CIE Categories Archives: 13 Photosynthesis

Summary of Photosynthesis

4 ATP and reduced NADP are the two main products of the light-dependent reactions of
photosynthesis, and they then pass to the light-independent reactions.
5 In the light-independent reactions, carbon dioxide is trapped by combination with a 5C
compound, RuBP, which acts as an acceptor molecule. This reaction is catalysed by the
enzyme ribulose bisphosphate carboxylase (rubisco), which is the most common
enzyme in the world. The resulting 6C compound splits to give two molecules of a 3C
compound, GP (also known as PGA). GP is reduced to carbohydrate, using ATP and
reduced NADP from the light-dependent reactions. This carbohydrate can be converted
into other carbohydrates, amino acids and lipids or used to regenerate RuBP. This
sequence of light-independent events is called the Calvin cycle.
6 Chloroplasts, palisade mesophyll cells and whole leaves are all adapted for the
efficient absorption of light for the process of photosynthesis.
7 When a process is affected by more than one factor, the rate of the process will be
limited by the factor closest to its lowest value. The rate of photosynthesis is subject to
various such limiting factors, including light intensity and wavelength, carbon dioxide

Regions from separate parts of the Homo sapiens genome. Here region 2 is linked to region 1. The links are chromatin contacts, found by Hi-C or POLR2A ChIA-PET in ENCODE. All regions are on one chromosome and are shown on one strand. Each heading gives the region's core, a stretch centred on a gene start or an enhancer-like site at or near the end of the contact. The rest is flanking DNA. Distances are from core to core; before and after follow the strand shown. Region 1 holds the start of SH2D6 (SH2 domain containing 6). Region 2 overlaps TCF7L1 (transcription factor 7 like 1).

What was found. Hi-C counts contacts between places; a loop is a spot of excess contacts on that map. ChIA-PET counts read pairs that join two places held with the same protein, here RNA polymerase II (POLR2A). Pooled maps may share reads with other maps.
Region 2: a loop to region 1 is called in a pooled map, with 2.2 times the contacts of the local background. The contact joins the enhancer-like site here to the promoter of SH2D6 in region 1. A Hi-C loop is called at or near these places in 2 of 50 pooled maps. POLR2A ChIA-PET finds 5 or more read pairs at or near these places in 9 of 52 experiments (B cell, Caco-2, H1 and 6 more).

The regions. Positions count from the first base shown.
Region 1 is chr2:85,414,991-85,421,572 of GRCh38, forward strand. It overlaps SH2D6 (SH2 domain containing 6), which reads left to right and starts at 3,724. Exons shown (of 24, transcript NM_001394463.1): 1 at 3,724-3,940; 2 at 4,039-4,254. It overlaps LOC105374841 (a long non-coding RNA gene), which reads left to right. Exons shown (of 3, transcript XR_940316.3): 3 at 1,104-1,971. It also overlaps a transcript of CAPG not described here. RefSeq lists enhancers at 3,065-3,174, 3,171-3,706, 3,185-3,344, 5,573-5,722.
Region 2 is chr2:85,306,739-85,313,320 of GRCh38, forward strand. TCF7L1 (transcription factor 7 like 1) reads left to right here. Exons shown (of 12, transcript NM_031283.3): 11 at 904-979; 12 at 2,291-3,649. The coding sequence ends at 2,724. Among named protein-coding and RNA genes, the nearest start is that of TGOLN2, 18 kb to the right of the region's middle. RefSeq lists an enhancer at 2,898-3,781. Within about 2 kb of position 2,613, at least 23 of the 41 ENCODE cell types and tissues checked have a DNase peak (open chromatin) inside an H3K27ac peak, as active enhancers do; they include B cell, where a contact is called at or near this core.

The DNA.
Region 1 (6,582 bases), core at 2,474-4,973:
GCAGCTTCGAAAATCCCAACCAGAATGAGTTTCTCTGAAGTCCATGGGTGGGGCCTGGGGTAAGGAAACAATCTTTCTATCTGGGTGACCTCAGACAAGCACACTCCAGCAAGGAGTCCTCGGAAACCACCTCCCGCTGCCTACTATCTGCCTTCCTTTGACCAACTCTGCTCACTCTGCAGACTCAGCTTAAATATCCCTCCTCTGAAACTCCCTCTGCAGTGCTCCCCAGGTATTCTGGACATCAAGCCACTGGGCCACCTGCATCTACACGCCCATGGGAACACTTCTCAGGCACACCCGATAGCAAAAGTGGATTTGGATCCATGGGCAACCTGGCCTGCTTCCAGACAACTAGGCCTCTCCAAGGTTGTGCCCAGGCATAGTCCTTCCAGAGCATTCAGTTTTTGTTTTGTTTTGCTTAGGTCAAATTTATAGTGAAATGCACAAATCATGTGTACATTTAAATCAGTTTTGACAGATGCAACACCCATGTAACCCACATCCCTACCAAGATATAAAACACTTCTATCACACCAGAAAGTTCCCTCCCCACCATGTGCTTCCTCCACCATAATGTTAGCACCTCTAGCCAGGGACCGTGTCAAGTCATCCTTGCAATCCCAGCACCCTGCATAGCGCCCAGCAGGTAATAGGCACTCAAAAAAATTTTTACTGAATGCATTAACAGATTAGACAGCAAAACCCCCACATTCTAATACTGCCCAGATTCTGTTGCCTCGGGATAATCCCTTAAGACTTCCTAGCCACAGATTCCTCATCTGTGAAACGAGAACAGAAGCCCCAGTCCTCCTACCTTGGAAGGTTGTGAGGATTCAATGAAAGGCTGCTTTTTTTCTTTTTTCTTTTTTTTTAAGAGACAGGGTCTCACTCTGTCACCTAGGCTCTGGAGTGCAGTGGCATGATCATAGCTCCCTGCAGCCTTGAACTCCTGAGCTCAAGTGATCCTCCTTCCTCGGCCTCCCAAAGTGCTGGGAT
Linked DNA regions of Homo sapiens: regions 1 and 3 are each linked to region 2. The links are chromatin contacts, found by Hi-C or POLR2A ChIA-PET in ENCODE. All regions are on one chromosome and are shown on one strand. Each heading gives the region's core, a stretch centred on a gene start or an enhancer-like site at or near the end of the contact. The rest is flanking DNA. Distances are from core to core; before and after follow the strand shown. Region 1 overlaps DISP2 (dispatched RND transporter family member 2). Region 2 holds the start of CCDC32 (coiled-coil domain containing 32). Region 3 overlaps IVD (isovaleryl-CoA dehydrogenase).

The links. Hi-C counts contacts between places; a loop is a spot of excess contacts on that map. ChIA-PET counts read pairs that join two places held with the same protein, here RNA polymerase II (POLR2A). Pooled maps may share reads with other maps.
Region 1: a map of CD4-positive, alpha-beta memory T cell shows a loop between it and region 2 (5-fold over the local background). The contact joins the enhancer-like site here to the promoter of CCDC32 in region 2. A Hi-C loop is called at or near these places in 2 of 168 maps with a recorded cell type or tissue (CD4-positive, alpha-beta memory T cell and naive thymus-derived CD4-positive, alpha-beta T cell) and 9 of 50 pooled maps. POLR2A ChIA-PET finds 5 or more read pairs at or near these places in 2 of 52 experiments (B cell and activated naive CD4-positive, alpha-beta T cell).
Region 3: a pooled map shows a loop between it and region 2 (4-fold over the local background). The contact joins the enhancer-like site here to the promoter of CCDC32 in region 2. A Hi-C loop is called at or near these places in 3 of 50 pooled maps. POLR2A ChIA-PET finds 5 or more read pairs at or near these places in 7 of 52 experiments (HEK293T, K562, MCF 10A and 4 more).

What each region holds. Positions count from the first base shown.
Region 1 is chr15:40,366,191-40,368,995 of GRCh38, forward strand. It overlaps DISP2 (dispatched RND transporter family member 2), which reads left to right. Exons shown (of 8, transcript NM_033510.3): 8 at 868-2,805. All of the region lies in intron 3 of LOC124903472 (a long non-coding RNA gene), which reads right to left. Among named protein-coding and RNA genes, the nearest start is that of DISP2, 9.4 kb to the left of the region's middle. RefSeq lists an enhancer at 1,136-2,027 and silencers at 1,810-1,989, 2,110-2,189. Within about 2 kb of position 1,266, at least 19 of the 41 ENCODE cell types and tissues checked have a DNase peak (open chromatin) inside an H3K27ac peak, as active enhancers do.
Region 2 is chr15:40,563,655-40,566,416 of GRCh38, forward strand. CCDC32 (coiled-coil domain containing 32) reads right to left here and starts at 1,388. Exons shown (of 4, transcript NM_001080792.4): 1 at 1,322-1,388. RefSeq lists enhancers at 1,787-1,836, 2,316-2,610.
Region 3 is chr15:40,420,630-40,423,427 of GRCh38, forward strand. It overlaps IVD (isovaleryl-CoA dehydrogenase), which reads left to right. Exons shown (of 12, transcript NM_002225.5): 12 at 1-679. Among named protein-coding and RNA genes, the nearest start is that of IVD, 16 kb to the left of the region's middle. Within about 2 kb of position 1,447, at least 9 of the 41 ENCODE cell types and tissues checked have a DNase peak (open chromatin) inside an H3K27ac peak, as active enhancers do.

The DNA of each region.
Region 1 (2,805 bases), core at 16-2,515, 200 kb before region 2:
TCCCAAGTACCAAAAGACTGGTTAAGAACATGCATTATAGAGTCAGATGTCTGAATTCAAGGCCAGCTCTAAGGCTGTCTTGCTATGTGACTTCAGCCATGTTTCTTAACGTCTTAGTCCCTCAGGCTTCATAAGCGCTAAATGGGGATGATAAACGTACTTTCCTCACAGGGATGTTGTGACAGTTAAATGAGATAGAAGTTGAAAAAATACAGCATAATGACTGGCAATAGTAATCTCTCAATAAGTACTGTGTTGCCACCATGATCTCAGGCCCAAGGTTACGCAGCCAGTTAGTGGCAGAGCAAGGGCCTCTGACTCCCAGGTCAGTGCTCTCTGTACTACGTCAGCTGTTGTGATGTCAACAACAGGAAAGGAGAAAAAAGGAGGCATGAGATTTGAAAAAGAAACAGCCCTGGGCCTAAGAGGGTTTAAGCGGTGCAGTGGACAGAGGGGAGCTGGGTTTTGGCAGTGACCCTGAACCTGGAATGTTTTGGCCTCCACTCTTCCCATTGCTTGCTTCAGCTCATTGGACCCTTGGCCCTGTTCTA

concentration and temperature.
8 A graph of the particular wavelengths of light that are absorbed by a photosynthetic
pigment is called an absorption spectrum, and a graph of the rate of photosynthesis at
different wavelengths of light is called an action spectrum.
9 The different pigments present in a chloroplast can be separated by paper


1. End-of-chapter questions
1 What are the products of the light-dependent reactions of photosynthesis?
A ATp, RuBP and reduced NAD
B ATp, oxygen and reduced NADP
C GP, oxygen and reduced NAD
D GP, reduced NADP and RuBP
2 Where in the chloroplast are the products of photophosphorylation used?
A envelope
B granum
C stroma
D thylakoid
3 In parate
experiments, an actively photosynthesising plant was supplied with one of
two labelled reactants:
• water containing the 18O
• carbon dioxide containing the
In which products of photosynthesis would these isotopes be found?

6 2, 7, 4, 6, 3, 1, 5
All correct = 4, subtract marks for mistakes.
7 a allows chlorophyll and other pigments to be arranged into photosystems;
provides large surface area for pigments;
increases effi ciency of light harvesting; allows electron carriers to be arranged
appropriately; provides structure for proton gradient for chemiosmosis; anchors
ATP synthase;






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Limiting factors in photosynthesis

Usually, only one of these factors will be the limiting factor in a plant at a certain time.
This is the factor which is the furthest from its optimum level at a particular point in time.
If we change the limiting factor the rate of photosynthesis will change but changes to the
other factors will have no effect on the rate.
If the levels of the limiting factor increase so that this factor is no longer the furthest